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July 2010

2:22

cast: Peter Dobson, Robert Miano, Mick Rossi, Val Kilmer, and Gabriel Byrne

director: Phillip Guzman

104 minutes (18) 2008
widescreen ratio 16:9
Momentum DVD Region 2 retail

RATING: 4/10
review by Danny O'Connor

2:22

This is a 'hotel heist' and repercussions movie. My score of 4/10 shows it not to be an Ocean's anything. Overall it is downbeat and depressing with none of the main characters being in the least engaging or sympathetic. The plot is driven by unconvincing 'coincidences'. Of the two star cameos Val Kilmer's pedantic paranoid jeweller/ fence is okay-ish at best. Gabriel Byrne's cop is hidden behind large teardrop sunglasses in a supposed New York winter. It's actually Toronto making a good if bleak imitation of the Big Apple. His character's omniscient prescience is as absurd as hiding a pair of the most expressively sad eyes in Hollywood behind said sunglasses.

Mick Rossi plays Gully (#1) in his four-criminal 'crew', the "meticulous mastermind" who planned the robbing of the hotel's safety deposit boxes for exactly 2:22 AM on New Year's. He assumed a good quiet four hours for the 'take'. I don't know what monastery he spent his formative years in but, c'mon, 2:22 AM, and no party revellers? Meticulous mastermind..? Do me a favour. Inevitably the process of extracting hotel guests valuables gets interrupted up to and beyond the high farce of a petty and pompous television 'star' getting caught in a bondage session as the spankee of the PA he had been verbally abusing/ humiliating for two whole scenes previously.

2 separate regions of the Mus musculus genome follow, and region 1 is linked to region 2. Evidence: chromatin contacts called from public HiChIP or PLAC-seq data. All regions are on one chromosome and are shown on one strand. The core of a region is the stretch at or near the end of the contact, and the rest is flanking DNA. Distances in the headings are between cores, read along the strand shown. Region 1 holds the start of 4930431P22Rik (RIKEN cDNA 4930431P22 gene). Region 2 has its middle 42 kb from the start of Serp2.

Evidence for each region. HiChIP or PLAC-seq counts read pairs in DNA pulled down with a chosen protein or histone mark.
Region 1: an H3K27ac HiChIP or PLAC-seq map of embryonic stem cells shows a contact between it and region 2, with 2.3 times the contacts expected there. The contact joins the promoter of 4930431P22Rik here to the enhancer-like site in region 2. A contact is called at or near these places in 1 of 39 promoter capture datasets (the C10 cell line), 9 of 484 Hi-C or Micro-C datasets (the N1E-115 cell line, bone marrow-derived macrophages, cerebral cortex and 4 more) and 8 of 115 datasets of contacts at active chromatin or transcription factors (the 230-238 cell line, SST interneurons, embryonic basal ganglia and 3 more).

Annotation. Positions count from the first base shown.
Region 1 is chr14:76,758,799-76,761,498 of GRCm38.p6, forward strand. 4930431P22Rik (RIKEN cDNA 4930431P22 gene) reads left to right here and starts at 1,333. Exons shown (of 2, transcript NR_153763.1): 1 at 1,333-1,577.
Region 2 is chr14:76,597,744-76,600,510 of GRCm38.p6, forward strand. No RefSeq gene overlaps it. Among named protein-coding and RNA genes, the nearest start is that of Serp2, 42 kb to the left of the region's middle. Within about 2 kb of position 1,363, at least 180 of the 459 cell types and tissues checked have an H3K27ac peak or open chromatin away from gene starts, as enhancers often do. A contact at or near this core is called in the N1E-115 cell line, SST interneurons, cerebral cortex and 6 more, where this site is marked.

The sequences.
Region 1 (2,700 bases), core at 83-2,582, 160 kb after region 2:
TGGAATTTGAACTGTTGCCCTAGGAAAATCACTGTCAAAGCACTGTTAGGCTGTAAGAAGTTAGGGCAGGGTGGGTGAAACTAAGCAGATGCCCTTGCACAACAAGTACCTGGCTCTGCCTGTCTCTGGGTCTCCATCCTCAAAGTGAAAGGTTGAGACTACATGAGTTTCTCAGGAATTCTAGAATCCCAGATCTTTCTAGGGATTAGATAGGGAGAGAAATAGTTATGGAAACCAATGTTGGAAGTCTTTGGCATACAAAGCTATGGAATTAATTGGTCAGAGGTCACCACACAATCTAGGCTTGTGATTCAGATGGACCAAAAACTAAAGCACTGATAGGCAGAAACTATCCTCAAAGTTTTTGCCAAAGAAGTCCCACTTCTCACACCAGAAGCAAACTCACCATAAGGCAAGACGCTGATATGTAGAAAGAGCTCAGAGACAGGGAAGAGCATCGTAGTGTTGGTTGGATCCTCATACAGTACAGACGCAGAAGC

What's good about the movie? Robert Miano as #3 criminal, Willy, gives a credible performance as the washed up older con who can't really hack it anymore but stays on by extorting sympathy from #1 as he used to 'run' with his father. The old guy, of course, has his valedictory moment when he refuses to squeal on #1 even to the point of being murdered by a vengeful member of a rival 'crew' who displayed the poor judgement of booking in the hotel our heroes were robbing. Oh, and the opening shot of three fingers of whiskey in a glass before it is taken up and drunk by #1, that's good. So is Gully when he wears his beard as he looks like a cut-down Commander Ryker from Star Trek.

Aaron Gallagher as #2, Fin, drew the character short straw as being the guy we were supposed not to like. His universal unlike-ability was displayed when he punched his son's dog. A few scenes later he stopped the dog's irritating barking by the simple stratagem of taking it outside and shooting it. Thus no one was surprised when his moment of truth came and he 'squealed' on #3 when being pummelled senseless by the vengeful gangster. His redemption was that his betrayal bought him time to extricate his family from the impending wrath of the revenger gangster.

Did I say that this movie's last third mutated into a revenger movie? No, well that was the repercussions from the coincidence ridden plot. #3 managed to write with his dying heart's blood the room number of his not quite psycho killer on the bottom panes of the glass door where it was found by a tearful #1 just as #1 was expiring his last breath.

This information allowed #1 and #4 to search out the revenger gangster and inflict some of their own revenge. They leave him bleeding to death in the New York/ Toronto snow with #1's malediction "You chose this life," ringing in his ears.

Meanwhile, Gabriel Byrne, all sunglasses and omniscience, is standing in his local deli when the assistant admires the magnificent engagement ring of #4's girlfriend. A few pleasantries later and the very next scene shows #4 being hustled into a squad car by Gabriel's boys.

The movie then fades out with #1 sitting in his lonely apartment with a whiskey in one hand (he's back on the sauce) and a gun in the other when there is a rat-a-tat-tat on his front door. Is it Gabriel? Is it the dead gangster's mates? Will #1 die in a bloody shoot-out? Who cares?



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